For years, doctors who worked at Hennepin Healthcare in Minneapolis were allowed to work on the side as police officers. But now, a new health system policy says they have to choose one or the other.
Hennepin Healthcare announced that it would also end its contract for medical instruction with the Minneapolis police, and will ban its doctors from taking second jobs as law enforcement officers, according to a report from the Star Tribune.
In a March 14 letter to staff obtained by the newspaper, Daniel Hoody, MD, interim chief medical officer of Hennepin Healthcare, stated that “physicians will no longer be allowed to be dually employed by Hennepin Healthcare as a medical staff member and by a law enforcement agency.”
“We are hearing from our community and colleagues that ongoing mistrust, especially around the unclear relationship between health care and law enforcement, is impacting the ability of some to feel safe seeking care,” Hoody wrote.
In a statement to MedPage Today, Hennepin Healthcare confirmed that these steps to ban dual employment “clarify our relationship with law enforcement and other first responders to focus on the provision of care to the patients we serve.”
“We will continue to collaborate with public safety agencies to ensure that we are able to provide the highest level of care to our patients,” a spokesperson noted.
Edwin Lindo, JD, an assistant professor and critical race theory scholar at the University of Washington School of Medicine in Seattle, said that the decision to prohibit doctors from dual employment as police officers “only makes sense.”
Dual employment as a doctor and police officer creates a blurred line between responsibilities to fulfill the Hippocratic Oath and responsibilities to enforce the law, Lindo said. Hospital policies that ban this type of dual employment are “creating a clear delineation of what the priority is” — the patients.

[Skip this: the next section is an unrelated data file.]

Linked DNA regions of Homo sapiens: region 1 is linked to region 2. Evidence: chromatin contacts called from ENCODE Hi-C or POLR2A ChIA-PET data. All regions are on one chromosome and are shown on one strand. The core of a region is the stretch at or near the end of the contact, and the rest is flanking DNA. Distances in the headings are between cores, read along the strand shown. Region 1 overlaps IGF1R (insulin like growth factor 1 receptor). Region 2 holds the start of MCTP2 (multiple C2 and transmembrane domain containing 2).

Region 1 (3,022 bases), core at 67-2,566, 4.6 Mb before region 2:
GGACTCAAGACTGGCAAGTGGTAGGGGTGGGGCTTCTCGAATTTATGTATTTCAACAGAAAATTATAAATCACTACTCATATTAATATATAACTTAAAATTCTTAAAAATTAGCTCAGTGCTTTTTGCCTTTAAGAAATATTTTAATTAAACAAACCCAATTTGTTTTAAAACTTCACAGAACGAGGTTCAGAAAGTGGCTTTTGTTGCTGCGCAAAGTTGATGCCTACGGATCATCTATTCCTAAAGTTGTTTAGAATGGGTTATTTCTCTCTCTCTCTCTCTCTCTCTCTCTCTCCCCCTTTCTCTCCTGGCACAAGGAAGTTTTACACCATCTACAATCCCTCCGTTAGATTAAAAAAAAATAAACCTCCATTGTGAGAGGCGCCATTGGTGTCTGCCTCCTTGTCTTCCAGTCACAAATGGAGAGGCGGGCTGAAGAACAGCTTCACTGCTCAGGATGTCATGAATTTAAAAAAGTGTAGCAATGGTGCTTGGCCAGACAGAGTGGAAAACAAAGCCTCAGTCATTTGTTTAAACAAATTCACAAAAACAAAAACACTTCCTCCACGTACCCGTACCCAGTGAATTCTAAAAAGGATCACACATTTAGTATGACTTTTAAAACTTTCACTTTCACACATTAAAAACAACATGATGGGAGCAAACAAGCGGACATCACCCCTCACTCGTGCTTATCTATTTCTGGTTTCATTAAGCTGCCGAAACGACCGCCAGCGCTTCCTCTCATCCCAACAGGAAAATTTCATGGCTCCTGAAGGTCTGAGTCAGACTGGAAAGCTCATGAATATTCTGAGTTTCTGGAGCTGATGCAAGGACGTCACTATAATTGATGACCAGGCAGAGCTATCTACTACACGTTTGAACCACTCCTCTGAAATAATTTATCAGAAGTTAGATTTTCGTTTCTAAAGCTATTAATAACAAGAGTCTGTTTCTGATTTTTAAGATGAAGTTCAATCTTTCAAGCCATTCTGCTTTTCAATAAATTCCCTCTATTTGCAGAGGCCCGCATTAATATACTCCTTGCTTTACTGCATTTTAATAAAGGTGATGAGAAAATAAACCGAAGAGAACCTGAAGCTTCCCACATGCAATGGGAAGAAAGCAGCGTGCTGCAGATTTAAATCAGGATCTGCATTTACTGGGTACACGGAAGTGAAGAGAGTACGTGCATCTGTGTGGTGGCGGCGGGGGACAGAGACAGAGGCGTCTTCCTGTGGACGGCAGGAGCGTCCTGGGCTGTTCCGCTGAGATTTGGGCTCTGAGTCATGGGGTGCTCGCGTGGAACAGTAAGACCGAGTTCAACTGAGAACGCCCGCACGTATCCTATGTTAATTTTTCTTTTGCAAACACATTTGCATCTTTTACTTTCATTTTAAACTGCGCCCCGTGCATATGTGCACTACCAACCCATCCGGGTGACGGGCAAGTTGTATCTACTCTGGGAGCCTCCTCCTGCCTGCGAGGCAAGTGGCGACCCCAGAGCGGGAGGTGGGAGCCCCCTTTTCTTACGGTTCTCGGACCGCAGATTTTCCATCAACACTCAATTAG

“At the end of the day, the hospital is not and should not be an extension of the carceral system,” Lindo told MedPage Today.
While Hennepin Healthcare employs more than 800 clinicians, only three work for law enforcement agencies: emergency physicians Paul Nystrom, MD, Jeffrey Ho, MD, and Gregg Jones, MD. None of their lawyers responded to a request for comment.
In a previous interview with the Star Tribune, Ho said that he sees no conflict of interest between his medical and law enforcement roles. “It is my life’s work to develop these areas of intersection for the benefit of public protection,” he said.
E. Reed Smith, MD, an associate professor of emergency medicine at George Washington University and the operational medical director for the Arlington County Fire and Police Departments, agreed that “the interface between law enforcement and medicine is there.”
It is common for doctors to provide medical guidance to police departments on Narcan programs for citizen overdoses, CPR, and first aid prior to EMS arrival, Smith told MedPage Today. Physician involvement in law enforcement also allows injured people to receive immediate care in high-threat scenarios, he noted.
Some smaller departments may not be able to fully employ medical staff, Smith added, so many rely on outside contracts or volunteers. The policy being implemented by Hennepin Healthcare is disappointing, he said, because it could potentially bar some departments from getting medical support.
According to a March 21 email obtained by the Star Tribune, Nystrom said that he will be terminated as of June 5.
“I was recently given an ultimatum to either quit policing or be terminated by [Hennepin], and I decided not to quit my police job,” Nystrom wrote. In response to a request for comment from the Star Tribune, Nystrom’s lawyer said that his client was “extremely disappointed” to be leaving his colleagues, “but he’s certainly not disappointed to be done working under the lack of leadership demonstrated by Hennepin Healthcare’s executive team.”
Nystrom was previously criticized by Minneapolis Mayor Jacob Frey for failing to remove lessons on “excited delirium” from his medical instruction courses to police officers. Excited delirium is a highly controversial concept that describes abrupt onset of aggression, specifically in people who use drugs. It has been opposed by many medical professional organizations, including the American Medical Association.
Following the criticism from the mayor, leadership from Hennepin Healthcare issued an apology, stating that they “failed to follow through on our promise to no longer teach excited delirium and to be intentional in addressing systemic racism.”
Recently, Hennepin Healthcare released an updated version of the training course that does not contain lessons on excited delirium.